# How to improve ( mathematica ) performance when dealing with recursive functions?

Background. I want to print a table of convergents for 31^(1/2). I made the following recursive definition of the table. ( Exchange 31^(1/2) with the golden ratio and the table below would contain the Fibonacci series ).

`````` cf := ContinuedFraction
tf := TableForm
p[-1] = 0; p[0] = 1; q[-1] = 1; q[0] = 0;
a[k_] := cf[Sqrt[31], k][[k]]
p[k_] := a[k]*p[k - 1] + p[k - 2]
q[k_] := a[k]*q[k - 1] + q[k - 2]
s[n_] := Timing[Table[{k, a[k], p[k], q[k]}, {k, 8, 8 n, 8}]] // tf
``````

Timing increases exponentially fast. I had to alt+. (abort) for s[4].

### Question: How to improve ( mathematica ) performance when dealing with recursive functions?

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Well, I have no idea how mathematica works but dynamic programming. (Search it up) –  quasiverse Sep 1 '11 at 9:46
The appropriate page of Mathematica documentation for this is Functions That Remember Values They Have Found. –  Simon Sep 1 '11 at 10:40
Also see the SO questions: Performance of Fibonacci and the good discussions in The best way to construct a function with memory –  Simon Sep 1 '11 at 10:42
Related: "Tail call optimization in Mathematica." –  Alexey Popkov Sep 1 '11 at 13:38

From a quick (not thorough, to admit it) look at your code, it looks like both `p` and `q` are defined recursively in terms of two previous values. This means that to calculate the `n`th value of `p`, `~2^n` evaluations are needed (every step doubles the number). So yes, complexity is exponential, regardless of Mathematica or any other language being used.

If you insist on using a recursive formulation of the problem (e.g. for simplicity), then the simplest way to reduce the performance penalty is using memoization, i.e. doing something like

``````p[k_] := p[k] = a[k]*p[k - 1] + p[k - 2]
``````

Don't forget to `Clear[p]` before any redefinition.

In short, memoization means having the function remember the computation result for each input, so subsequent evaluations are faster. It's very likely faster, but more complicated, to compute two values (p_(n+1) and p_(n)) from two previous values (p_(n) and p_(n-1)), then the complexity will be linear instead of exponential.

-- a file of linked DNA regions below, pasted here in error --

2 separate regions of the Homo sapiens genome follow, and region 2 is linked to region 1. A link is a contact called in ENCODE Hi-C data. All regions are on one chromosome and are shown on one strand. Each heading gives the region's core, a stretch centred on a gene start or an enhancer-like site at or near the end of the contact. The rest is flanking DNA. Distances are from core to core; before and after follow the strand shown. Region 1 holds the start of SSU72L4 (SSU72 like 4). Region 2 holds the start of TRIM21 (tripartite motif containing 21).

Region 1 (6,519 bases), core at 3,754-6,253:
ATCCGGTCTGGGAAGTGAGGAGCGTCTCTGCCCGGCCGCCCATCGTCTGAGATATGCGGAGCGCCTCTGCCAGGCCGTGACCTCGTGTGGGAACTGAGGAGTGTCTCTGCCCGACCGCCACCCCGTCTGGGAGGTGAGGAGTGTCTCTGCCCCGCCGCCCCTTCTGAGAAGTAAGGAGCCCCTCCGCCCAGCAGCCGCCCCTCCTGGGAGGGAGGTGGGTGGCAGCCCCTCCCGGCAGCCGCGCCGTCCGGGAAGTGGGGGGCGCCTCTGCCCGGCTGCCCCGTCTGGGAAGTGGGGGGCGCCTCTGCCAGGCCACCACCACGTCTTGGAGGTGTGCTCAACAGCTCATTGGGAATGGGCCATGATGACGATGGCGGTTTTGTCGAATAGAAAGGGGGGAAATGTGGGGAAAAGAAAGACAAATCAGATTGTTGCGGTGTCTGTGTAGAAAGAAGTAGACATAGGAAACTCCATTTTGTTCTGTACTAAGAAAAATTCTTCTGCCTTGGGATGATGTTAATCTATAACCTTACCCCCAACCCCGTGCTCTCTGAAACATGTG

I hope this helps. I don't have Mathematica here to test right now.

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+1 for Memoization, although I suspect it would be well worth looking for an iterative solution to your problem instead. e.g. for Fibonacci sequence it's much much faster to build up from the bottom than to use recursion (even with memoization). –  ForbesLindesay Sep 1 '11 at 9:50
@Tuskan360, certainly, that's faster (also see my edit). The point was that memoization the minimal modification to the existing implementation that makes the performance very usable. The "iterative" solution is equivalent to using pairs of values for calculation (as in my edit). This can be done using recursion, `Nest`, or procedural programming. –  Szabolcs Sep 1 '11 at 9:52
@ Szabolcs - That worked great! s[4] down from minutes to milliseconds. –  ndroock1 Sep 1 '11 at 10:07

Here is a small further refinement. Since this is a quadratic irrational you can also compute the a[k] coefficients more directly.

``````In[499]:= Clear[a, p, q, cf]
cf = ContinuedFraction[Sqrt[31]];
cf2len = Length[cf[[2]]];
a[1] = cf[[1]];
a[k_] := cf[[2, Mod[k - 1, cf2len, 1]]]
p[-1] = 0; p[0] = 1; q[-1] = 1; q[0] = 0;
p[k_] := p[k] = a[k]*p[k - 1] + p[k - 2]
q[k_] := q[k] = a[k]*q[k - 1] + q[k - 2]
s[n_] := Timing[Table[{k, a[k], p[k], q[k]}, {k, 8, 8 n, 8}];]

In[508]:= s[1000]

Out[508]= {0.12, Null}

In[509]:= Clear[a, p, q, cf]
cf := ContinuedFraction
p[-1] = 0; p[0] = 1; q[-1] = 1; q[0] = 0;
a[k_] := a[k] = cf[Sqrt[31], k][[k]]
p[k_] := p[k] = a[k]*p[k - 1] + p[k - 2]
q[k_] := q[k] = a[k]*q[k - 1] + q[k - 2]
s[n_] := Timing[Table[{k, a[k], p[k], q[k]}, {k, 8, 8 n, 8}];]

In[516]:= s[1000]

Out[516]= {6.08, Null}
``````

Also you can get a[k] in closed form, though it is not terribly pretty.

``````In[586]:= Clear[a];